ساختار منافع حرفه ای برای گروه های مختلف در موجودی منافع مستحکم سال 2005
|کد مقاله||سال انتشار||مقاله انگلیسی||ترجمه فارسی||تعداد کلمات|
|20623||2011||9 صفحه PDF||سفارش دهید||5157 کلمه|
Publisher : Elsevier - Science Direct (الزویر - ساینس دایرکت)
Journal : Journal of Vocational Behavior, Volume 78, Issue 2, April 2011, Pages 193–201
This study was designed to examine the structure of vocational interests in a diverse sample of individuals who completed the 2005 revision of the Strong Interest Inventory. We examined the fit of three racial/ethnic groups (African American, Caucasian, and Latino/a), both genders, and three levels of professional status (GRS participant, student, and working adult; N = 136, 219) with a less-stringent circular RIASEC ordering as well as a more stringent, equidistant RIASEC ordering. Results from circular unidimensional scaling analyses revealed a circular RIASEC order for all the samples with the exception of African American females in the General Representative Sample and Latinos in the adult sample. Additionally, results indicated gender differences in the adult and student samples suggesting a better fit with Holland's model for males than females.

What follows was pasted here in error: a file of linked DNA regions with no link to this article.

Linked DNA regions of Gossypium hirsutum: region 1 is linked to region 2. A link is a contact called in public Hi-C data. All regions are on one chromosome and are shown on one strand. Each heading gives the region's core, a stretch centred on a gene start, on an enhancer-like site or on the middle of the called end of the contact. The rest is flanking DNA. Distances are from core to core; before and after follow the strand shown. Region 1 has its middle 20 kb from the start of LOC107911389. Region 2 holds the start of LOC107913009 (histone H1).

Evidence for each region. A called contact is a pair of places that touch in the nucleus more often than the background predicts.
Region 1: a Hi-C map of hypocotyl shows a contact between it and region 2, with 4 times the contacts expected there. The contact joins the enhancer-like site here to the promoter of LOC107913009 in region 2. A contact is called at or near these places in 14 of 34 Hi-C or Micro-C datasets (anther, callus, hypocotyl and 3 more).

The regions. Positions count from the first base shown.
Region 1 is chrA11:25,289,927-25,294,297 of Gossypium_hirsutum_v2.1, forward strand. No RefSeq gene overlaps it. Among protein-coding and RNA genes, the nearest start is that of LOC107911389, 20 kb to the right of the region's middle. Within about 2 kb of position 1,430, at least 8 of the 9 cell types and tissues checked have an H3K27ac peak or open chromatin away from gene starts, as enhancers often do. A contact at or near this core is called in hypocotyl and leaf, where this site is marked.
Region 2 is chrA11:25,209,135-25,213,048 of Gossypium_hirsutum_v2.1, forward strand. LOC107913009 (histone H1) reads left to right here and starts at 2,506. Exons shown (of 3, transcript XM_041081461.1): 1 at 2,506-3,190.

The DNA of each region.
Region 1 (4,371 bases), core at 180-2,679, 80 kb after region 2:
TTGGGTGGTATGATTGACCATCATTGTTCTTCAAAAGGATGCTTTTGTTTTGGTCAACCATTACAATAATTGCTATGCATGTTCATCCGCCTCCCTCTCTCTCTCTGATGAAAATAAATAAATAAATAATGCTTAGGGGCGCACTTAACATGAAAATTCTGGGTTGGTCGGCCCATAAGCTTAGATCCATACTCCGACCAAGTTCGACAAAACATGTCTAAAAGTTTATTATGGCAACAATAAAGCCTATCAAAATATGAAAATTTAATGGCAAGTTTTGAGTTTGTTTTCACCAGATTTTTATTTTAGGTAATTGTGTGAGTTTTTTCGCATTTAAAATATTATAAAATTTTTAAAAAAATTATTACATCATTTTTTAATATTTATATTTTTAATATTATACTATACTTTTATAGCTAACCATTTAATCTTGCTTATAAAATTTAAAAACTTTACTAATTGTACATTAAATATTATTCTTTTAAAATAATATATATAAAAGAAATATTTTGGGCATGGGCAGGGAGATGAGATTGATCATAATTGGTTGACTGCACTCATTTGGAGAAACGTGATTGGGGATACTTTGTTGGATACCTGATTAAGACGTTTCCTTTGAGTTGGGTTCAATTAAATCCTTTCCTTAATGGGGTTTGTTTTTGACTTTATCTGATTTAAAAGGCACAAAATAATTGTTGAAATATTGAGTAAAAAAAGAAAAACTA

Examining the applicability of vocational theories and assessments with diverse cultural groups has received a lot of attention in vocational psychology over the last several decades (e.g. Subich, 2005). Vocational psychologists (e.g. Fouad, 2002 and Subich, 2005) have long argued that vocational theories, and the assessments derived from these theories, need to be examined for cultural validity. This is of particular importance when considering that career assessments were historically standardized on less diverse, predominantly male samples (Subich, 2005) and that the workforce in the United States continues to become more diverse with close to 30% of the current workforce self-identifying as coming from a non-White racial/ethnic background (Bureau of Labor Statistics, 2009). It is imperative that vocational theories and assessments be examined for cultural relevance, utility, and validity. Perhaps the theory that has received the most attention in examining its cultural relevance is Holland's (1997) theory of vocational choice. Holland's theory is the most commonly utilized and researched career theory in history (Swanson & Gore, 2000) and is based on the assumption that career choice is primarily an expression of an individual's personality. Holland argued that both people and environments can be categorized into a combination of six interest types. Although research has examined various components of Holland's theory, the most extensive attention within the vocational interest literature has focused on his hexagonal hypothesis and the calculus assumption associated with it. Holland postulated that the six interest types, Realistic, Investigative, Artistic, Social, Enterprising, and Conventional are ordered in a hexagonal model. Interest types are related to one another in a manner in which interest types closer to each other in the hexagonal structure (e.g. Realistic and Investigative) are more similar to one another than those that are opposite from one another (e.g. Realistic and Social). Holland argued that the relationships among interest types are inversely proportional to the distances among the types. Furthermore, Holland's hexagonal hypothesis proposed that interest types are equidistant from one another in the hexagonal pattern. Though the first investigations of vocational interests with ethnic minorities concentrated on examining mean differences in interests between people from minority backgrounds (e.g. Montoya & DeBlassie, 1985; Sue & Kirk, 1972), recent investigations have focused on examining Holland's structural hypothesis with various populations (e.g. Armstrong, Hubert, & Rounds, 2003). Although Holland's hexagonal hypothesis proposed that interest types were equidistant from one another, research has predominantly investigated whether the interest types generally fall in a circular RIASEC order as well as the distances between the types. Overall, researchers have found more support for the circular order than for equidistances between the interest types (Armstrong et al., 2003 and Rounds & Tracey, 1993). Yet, researchers have argued that the distinction between the two variations of Holland's structural hypothesis is important. For example, Rounds and Tracey (1996) distinguished between two separate models that correspond to Holland's structural hypothesis. The first model, the circular order model, corresponds to Holland's calculus assumption and assumes a circular order and an inversely proportional relationship among the interest types; the second, the equidistant hexagonal structure, assumes equidistances among the interest types. The primary difference between the two models is that, in essence, the circular model is less restrictive and only requires for adjacent interest types to be more highly related to one another than opposite interest types whereas the equidistant hexagonal structure requires that interest types be arranged around a hexagon with equal relationships among each of the interest types. A plethora of research has examined the fit of both of the models to various populations with a particular emphasis placed on examining the fit of these models on the structure of interests for various racial/ethnic samples. For example, research has examined whether interests fall in a circular RIASEC order as well as whether interest types are equidistant from one another. As a whole, studies have supported the circular RIASEC order of interests across ethnicity and gender (Armstrong et al., 2003 and Rounds & Tracey, 1993) with a few exceptions. For example, Flores, Spanierman, Armstrong, and Velez (2006) found that adult Latinos did not have a circular RIASEC ordering; instead Artistic interests fell between Realistic and Investigative interests providing a RAISEC ordering of interests. Studies that have examined Holland's equidistance hypothesis have found mixed results across diverse racial/ethnic groups and between genders (Armstrong et al., 2003). Whereas some researchers have found that Holland's proposed structure of interests was similar across racial/ethnic groups (Fouad et al., 1997 and Lattimore & Borgen, 1999), others have found differences between genders and racial/ethnic groups (Armstrong et al., 2003 and Fouad, 2002). For example, Armstrong et al. found that more variance was accounted for in all racial-ethnic groups when examining the fit of the circular order model than compared to the hexagonal model. Upon visual inspection of the structural nature of interests, Armstrong et al.'s findings suggested that the circular ordering of the RIASEC interests deviated substantially from a model that requires equal distances between adjacent interest types. Yet, despite these findings highlighting structural differences, vocational psychologists have continued to argue that the circular placement of Holland's themes found in many studies indicates that these structural differences support the validity of the use of the Strong Interest Inventory (SII) with diverse populations (Subich, 2005). Considering the mixed findings in current research, further research is needed to examine structural differences in vocational interests. Additionally, gender differences in vocational interests, particularly the structural nature of interests, have also received a lot of attention in vocational psychology. Several studies have examined gender invariance in the structure of interests (Darcy & Tracey, 2007) rendering equivocal conclusions on the applicability of Holland's theory for males and females. A meta-analysis by Anderson, Tracey, and Rounds (1997) investigated the structural invariance of Holland's model across gender and found no differences between males and females in the degree of fit with the circular order model or the circumplex model. Yet, Hansen et al., 1993, Fouad et al., 1997 and Flores et al., 2006 found gender differences in the structure of interests of their participants. Specifically, these studies failed to provide support for the calculus hypothesis proposed by Holland (1997) in both males and females; rather, they found that interests were not equidistant from one another. Females perceived Realistic and Investigative themes and Social and Enterprising themes to be more similar to one another than hypothesized by Holland (1997) (Fouad et al., 1997). Furthermore, between group differences in males and females were found in the BISs (Donnay, Morris, Schaubhut, & Thompson, 2005; Harmon et al., 1994) and in the general occupational theme (GOTs) (Fouad, 2002). Thus, despite a multitude of studies focusing on investigating gender differences in vocational interests, the equivocal findings in these studies suggests that the relationship between gender and vocational interests is complicated and also highlights the continued need for research in examining the structure of interests for both men and women. These aforementioned findings highlight the need for continued research in investigating the structure of interests and between group differences in diverse populations. This is of particular importance as current interest inventories are revised to accommodate the changing workforce in the 21st century. For example, all of the published research examining cultural differences in the Strong Interest Inventory have used the 1994 version of the Strong Interest Inventory. It is necessary for this line of research to be updated with the current revision of the Strong Interest Inventory (Donnay et al., 2005). The 2005 revision included various changes to the item content and item response options of the Strong Interest Inventory. For example, only 193 of the 317 items were maintained in the 2005 revision and an additional 98 new items were added for a total of 291 items. Further, the 3 point response format was changed to a 5 point response format resulting in using a different weighting system to calculate raw scores for each of the GOT themes. In total, these changes resulted in an interest inventory that is fundamentally similar to previous versions yet altered to create a more streamlined inventory that reflects current changes in the world of work. With any adaptation or change, it is important to reexamine the psychometric properties, including validity, of a revised inventory. Additionally, few studies have examined samples other than the General Representative Sample (GRS) of the SII; although it is important to understand the structure of interests for the GRS, it is also very important to investigate the structure of interests for other samples (e.g. student and adult samples) as a comparison to the GRS. Of the few that have studied other samples, much of the research has focused on student samples with very little empirical investigations on the structure of interests in working adult/client samples. Considering that adults and college students often complete the SII during the career counseling process, it is important for vocational psychologists to examine whether the structure of interests in these samples differ from the GRS sample and display interest structures similar to Holland's hypotheses. Thus, the purpose of this study was to examine structural differences between racial/ethnic groups and gender using multiple samples of individuals who completed the 2005 revision of the Strong Interest Inventory. We separately examined structural differences between three racial/ethnic groups, both genders, and three levels of professional status (GRS participant, student, and working adult). Furthermore, we examined the fit of each of these samples with a less-stringent circular RIASEC ordering (quasi-circumplex model) as well as more stringent, equidistant RIASEC ordering (circulant model).